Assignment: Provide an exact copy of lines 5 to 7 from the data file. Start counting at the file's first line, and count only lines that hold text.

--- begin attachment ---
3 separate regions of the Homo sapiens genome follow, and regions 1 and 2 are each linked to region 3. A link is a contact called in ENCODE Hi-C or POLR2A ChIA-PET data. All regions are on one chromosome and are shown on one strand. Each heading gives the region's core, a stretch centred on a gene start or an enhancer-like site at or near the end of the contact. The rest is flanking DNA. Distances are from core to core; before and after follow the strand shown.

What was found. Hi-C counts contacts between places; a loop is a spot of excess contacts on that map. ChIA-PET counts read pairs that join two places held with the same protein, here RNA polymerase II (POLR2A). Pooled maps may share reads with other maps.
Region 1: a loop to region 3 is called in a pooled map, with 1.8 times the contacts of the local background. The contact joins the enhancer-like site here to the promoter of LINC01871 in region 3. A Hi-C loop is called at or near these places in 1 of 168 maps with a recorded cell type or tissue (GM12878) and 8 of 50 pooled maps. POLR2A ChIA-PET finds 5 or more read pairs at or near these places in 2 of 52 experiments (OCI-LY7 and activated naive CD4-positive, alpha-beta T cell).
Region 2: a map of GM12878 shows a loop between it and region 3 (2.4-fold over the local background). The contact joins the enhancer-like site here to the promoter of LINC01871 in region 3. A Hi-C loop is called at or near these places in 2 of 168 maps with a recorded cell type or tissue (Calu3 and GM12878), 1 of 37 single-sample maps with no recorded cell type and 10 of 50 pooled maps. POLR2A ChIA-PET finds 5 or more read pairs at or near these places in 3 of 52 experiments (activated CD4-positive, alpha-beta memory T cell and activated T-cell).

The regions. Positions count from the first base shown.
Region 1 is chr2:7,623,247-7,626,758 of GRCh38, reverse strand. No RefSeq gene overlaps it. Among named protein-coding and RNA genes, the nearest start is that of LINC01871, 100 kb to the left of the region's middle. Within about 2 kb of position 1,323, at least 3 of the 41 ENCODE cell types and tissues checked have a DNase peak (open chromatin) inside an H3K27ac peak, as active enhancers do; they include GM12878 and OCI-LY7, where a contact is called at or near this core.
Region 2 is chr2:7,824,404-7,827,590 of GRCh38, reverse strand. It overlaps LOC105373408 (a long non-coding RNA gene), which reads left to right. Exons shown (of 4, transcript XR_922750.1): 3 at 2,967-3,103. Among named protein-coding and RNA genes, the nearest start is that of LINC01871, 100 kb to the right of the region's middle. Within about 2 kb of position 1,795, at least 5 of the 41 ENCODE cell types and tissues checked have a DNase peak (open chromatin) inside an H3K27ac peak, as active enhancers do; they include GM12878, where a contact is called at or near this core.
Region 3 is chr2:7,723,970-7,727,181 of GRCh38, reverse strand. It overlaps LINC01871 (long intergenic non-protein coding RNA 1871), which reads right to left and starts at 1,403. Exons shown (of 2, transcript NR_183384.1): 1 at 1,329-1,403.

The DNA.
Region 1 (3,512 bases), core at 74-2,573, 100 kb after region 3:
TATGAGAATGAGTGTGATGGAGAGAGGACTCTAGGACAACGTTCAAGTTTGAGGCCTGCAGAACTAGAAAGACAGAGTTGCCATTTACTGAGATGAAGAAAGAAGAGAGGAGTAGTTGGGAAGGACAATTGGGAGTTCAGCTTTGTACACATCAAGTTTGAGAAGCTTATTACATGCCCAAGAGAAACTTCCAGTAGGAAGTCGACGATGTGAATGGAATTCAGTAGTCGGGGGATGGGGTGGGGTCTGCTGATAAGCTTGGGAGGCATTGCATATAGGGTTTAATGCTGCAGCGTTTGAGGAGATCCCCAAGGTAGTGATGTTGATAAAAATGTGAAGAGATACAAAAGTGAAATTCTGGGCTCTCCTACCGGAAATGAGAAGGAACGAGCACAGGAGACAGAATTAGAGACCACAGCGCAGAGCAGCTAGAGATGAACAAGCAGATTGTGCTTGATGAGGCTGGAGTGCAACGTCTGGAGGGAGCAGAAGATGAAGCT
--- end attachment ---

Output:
The regions. Positions count from the first base shown.
Region 1 is chr2:7,623,247-7,626,758 of GRCh38, reverse strand. No RefSeq gene overlaps it. Among named protein-coding and RNA genes, the nearest start is that of LINC01871, 100 kb to the left of the region's middle. Within about 2 kb of position 1,323, at least 3 of the 41 ENCODE cell types and tissues checked have a DNase peak (open chromatin) inside an H3K27ac peak, as active enhancers do; they include GM12878 and OCI-LY7, where a contact is called at or near this core.
Region 2 is chr2:7,824,404-7,827,590 of GRCh38, reverse strand. It overlaps LOC105373408 (a long non-coding RNA gene), which reads left to right. Exons shown (of 4, transcript XR_922750.1): 3 at 2,967-3,103. Among named protein-coding and RNA genes, the nearest start is that of LINC01871, 100 kb to the right of the region's middle. Within about 2 kb of position 1,795, at least 5 of the 41 ENCODE cell types and tissues checked have a DNase peak (open chromatin) inside an H3K27ac peak, as active enhancers do; they include GM12878, where a contact is called at or near this core.